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Sony Alpha 850 | Digital Camera Review | Camera
We have already briefly mentioned the handful of differences between the Sony DSLR A850 and A900. Firstly, the Sony A850 is slower when it comes to continuous shooting; offering 3 fps compared to the A900 (5 bps). Compared to competing full frame DSLR cameras, the A850 also trails slightly behind the average. Furthermore, the optical viewfinder with 98% frame coverage is slightly less than the 100% coverage the Alpha 900 provides. Further differences are found in very small things such as a slightly better color saturation as default setting.
Sony Alpha 850 | Digital Camera Sony Alpha 850 | Digital Camera
Sony Alpha A850 camera body
The Sony A850 features a high-quality housing. The body consists of five key parts containing a magnesium alloy. Looking at the design, I would not call it a sleek one, but rather a bit hefty. It does however not have a negative effect on the hand-fit, and the approximate weight of 930 grams is average for a DSLR in this segment. The integration of Sony's SteadyShot Inside technology really stands out. Sony had to design a new and powerful mechanism that was first used in the Sony A900. The advantage of the Steady Shot Inside is unquestionably the possibility to shoot with 2-4 stops slower shutter speed without having to worry about camera shake.

Sony A850 offers protection against dust and moist
When it comes to the housing, we see various parts with a special seal to protect against dust and moist. Features that we usually only find in a professional body. An effective anti-dust system, also found in the A900, should provide optimal protection. In short, a lot of effort has been put into the housing.

Sony Alpha 850 SLR lenses
The front of the Sony Alpha 850 is similar to that of the A900, which in turn had many similarities with the A700. The latter model is no longer included in Sony's range. The handgrip of the Sony A850 features a handy open space for the middle finger to fit into comfortably. This part also contains the sensor for the remote control, which is not standard included, unlike with the A900. The large metal, so-called Minolta A-mount supports a wide range of lenses. In theory, you could even use the old analog Minolta lenses, although these are naturally not optimized for digital use, which would influence the picture quality. The button to determine the manner of focusing is placed to the right of the mount, with above it, just below the orange Alpha logo, a PC Sync flash socket for a flash system. A large LED next to the handgrip provides extra help while focusing and also serves as an indicator for the self-timer.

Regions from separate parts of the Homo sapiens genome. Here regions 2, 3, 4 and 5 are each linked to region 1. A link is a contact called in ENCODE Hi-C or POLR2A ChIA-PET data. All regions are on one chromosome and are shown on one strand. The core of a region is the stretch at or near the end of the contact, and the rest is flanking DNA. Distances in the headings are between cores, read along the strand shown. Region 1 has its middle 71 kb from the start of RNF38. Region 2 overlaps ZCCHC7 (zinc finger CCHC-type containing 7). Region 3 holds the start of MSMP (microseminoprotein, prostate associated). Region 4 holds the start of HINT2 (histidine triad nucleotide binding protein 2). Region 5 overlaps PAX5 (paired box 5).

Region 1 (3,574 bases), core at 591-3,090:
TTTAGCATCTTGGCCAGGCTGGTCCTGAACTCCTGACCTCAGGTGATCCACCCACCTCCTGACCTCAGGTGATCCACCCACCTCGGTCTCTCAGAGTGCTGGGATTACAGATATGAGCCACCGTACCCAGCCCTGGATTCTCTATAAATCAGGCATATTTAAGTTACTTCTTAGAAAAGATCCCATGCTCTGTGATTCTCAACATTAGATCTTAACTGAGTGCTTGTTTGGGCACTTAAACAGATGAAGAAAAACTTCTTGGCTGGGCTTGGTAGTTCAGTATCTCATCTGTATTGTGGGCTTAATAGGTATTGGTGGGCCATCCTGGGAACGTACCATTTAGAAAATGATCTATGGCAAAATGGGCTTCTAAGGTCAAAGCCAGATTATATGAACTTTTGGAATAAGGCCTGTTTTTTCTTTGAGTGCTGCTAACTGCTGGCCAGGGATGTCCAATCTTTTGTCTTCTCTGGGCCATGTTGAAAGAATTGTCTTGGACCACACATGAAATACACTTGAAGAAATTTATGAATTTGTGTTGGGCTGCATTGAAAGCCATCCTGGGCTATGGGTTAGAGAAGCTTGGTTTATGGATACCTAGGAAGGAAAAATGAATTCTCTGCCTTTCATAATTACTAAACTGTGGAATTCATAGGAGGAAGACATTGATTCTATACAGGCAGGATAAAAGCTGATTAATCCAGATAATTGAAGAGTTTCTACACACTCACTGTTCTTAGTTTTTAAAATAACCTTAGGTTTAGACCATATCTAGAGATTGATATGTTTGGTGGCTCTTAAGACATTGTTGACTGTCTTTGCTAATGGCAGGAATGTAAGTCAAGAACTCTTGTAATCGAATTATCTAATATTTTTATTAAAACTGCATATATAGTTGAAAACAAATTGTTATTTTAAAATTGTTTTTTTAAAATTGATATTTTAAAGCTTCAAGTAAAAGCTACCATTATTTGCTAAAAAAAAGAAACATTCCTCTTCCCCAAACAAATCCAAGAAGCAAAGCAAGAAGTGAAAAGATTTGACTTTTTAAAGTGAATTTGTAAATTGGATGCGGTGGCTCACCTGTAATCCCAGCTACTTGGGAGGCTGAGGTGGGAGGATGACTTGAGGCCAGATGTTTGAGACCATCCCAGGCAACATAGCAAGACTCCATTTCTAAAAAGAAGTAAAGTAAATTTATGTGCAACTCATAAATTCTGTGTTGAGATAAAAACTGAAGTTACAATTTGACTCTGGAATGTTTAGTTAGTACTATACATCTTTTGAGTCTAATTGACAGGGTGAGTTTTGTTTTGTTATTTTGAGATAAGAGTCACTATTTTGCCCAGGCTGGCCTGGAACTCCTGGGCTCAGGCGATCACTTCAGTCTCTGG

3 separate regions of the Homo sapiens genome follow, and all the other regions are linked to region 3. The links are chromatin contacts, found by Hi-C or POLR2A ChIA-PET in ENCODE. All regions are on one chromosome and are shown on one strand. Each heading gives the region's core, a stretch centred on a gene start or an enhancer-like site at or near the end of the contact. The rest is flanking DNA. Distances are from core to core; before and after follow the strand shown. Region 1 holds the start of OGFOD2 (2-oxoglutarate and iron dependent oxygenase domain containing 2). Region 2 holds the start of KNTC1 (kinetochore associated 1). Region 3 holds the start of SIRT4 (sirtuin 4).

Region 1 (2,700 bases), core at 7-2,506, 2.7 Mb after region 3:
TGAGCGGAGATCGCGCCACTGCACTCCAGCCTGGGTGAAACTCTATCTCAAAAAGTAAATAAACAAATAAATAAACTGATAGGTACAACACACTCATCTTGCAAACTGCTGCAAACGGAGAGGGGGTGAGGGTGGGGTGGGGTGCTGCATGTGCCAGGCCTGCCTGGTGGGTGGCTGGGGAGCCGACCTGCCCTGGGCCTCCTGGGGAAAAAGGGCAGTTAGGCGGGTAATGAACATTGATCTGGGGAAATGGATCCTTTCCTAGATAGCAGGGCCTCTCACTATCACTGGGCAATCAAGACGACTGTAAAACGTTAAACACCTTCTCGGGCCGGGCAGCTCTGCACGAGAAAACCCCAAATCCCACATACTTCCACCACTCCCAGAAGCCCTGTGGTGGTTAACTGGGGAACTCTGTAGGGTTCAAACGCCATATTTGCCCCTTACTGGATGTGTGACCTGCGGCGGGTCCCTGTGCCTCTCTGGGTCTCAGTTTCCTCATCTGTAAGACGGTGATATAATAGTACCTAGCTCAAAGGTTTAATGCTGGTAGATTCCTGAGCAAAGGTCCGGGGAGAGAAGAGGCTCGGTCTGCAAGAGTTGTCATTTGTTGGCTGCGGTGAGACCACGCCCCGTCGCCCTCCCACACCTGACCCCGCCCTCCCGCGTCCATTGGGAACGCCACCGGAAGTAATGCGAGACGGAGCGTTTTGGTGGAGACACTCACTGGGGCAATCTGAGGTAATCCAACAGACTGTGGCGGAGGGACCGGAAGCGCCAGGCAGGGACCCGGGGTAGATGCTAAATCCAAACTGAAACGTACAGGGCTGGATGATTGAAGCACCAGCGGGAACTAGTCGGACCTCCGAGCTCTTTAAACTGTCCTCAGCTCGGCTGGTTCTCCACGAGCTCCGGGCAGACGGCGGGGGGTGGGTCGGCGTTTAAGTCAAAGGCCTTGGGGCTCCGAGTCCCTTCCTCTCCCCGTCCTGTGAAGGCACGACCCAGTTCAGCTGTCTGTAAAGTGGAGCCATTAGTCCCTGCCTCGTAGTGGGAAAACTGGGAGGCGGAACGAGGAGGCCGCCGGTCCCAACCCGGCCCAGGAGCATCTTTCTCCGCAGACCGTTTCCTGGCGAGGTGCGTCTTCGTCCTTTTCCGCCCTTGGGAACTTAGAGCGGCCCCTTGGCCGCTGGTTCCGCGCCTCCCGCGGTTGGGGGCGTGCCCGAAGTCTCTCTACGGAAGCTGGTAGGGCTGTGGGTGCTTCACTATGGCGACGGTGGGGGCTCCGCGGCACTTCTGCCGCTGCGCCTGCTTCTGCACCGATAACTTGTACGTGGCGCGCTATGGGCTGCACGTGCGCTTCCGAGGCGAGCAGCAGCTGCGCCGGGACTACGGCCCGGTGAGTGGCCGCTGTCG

Sony 850 equipped with a dual card slot
On the side of the handgrip, a dual card slot is placed, which is not only able to contain Sony's proprietary Memory Stick Duo card, but can also fit a CompactFlash memory card. The Sony Alpha 850 supports UDMA cards that will achieve high speed in writing and reading the data.

A850 test
At the time of this review, we were already aware of the new SanDisk Extreme PRO CompactFlash memory cards. These new cards are able to reach a speed of 90MB/sec which is the equivalent of UDMA 6. We are curious to find out if the Sony Alpha 850 is also able to support these speeds. If we get confirmation on this, we will still adjust it. The bottom of the handgrip contains the compartment for the Sony NP-FM500H 7.2V 1650mAh Lithium Ion battery.

Small display on top of the camera
As with the A900, the Sony DSLR-A850 too is equipped with a rather small display on top of the camera. This monitor displays the status of ISO, white balance, exposure compensation, battery status, etc. The shutter release button responds well, provides tactile feedback and thus offers excellent control. The various shortcuts and large command dial bearing the main programs offer a clear set of functions at your fingertips.
The 3-inch display has remained unchanged, and this also goes for the high resolution of 921,600 dots.

Lack of a Live View and video function
Striking is the "lack" of Live View on the A850, while the Sony Alpha 500 and 550, introduced simultaneously, are both equipped with the famous Live View function. Striking at the very least, since the competition has already equipped its professional DSLR cameras with this feature. It seems like Sony preferred a fast introduction of a full-frame DSLR camera at an extremely hot price instead of developing the camera further, which would have resulted in a higher price. Furthermore, we are surprised by the fact that the Sony A850, and all other Alpha DSLR cameras, do not provide video functionality. A question of costs and time? Or did Sony decide to raise its own bar and will it soon startle the competitors with an enhanced video capture system?

Sony Alpha 850 viewfinder
The frame coverage of the Sony A850's viewfinder deviates from that of the A900. The brightness is excellent; however, whereas the A900 has a 100% coverage, the Sony Alpha A850 has to settle for 98%. No doubt this was a cost-saving measure. Two small sensors just below the viewfinder ensure that the display is switched off when the viewfinder is used.



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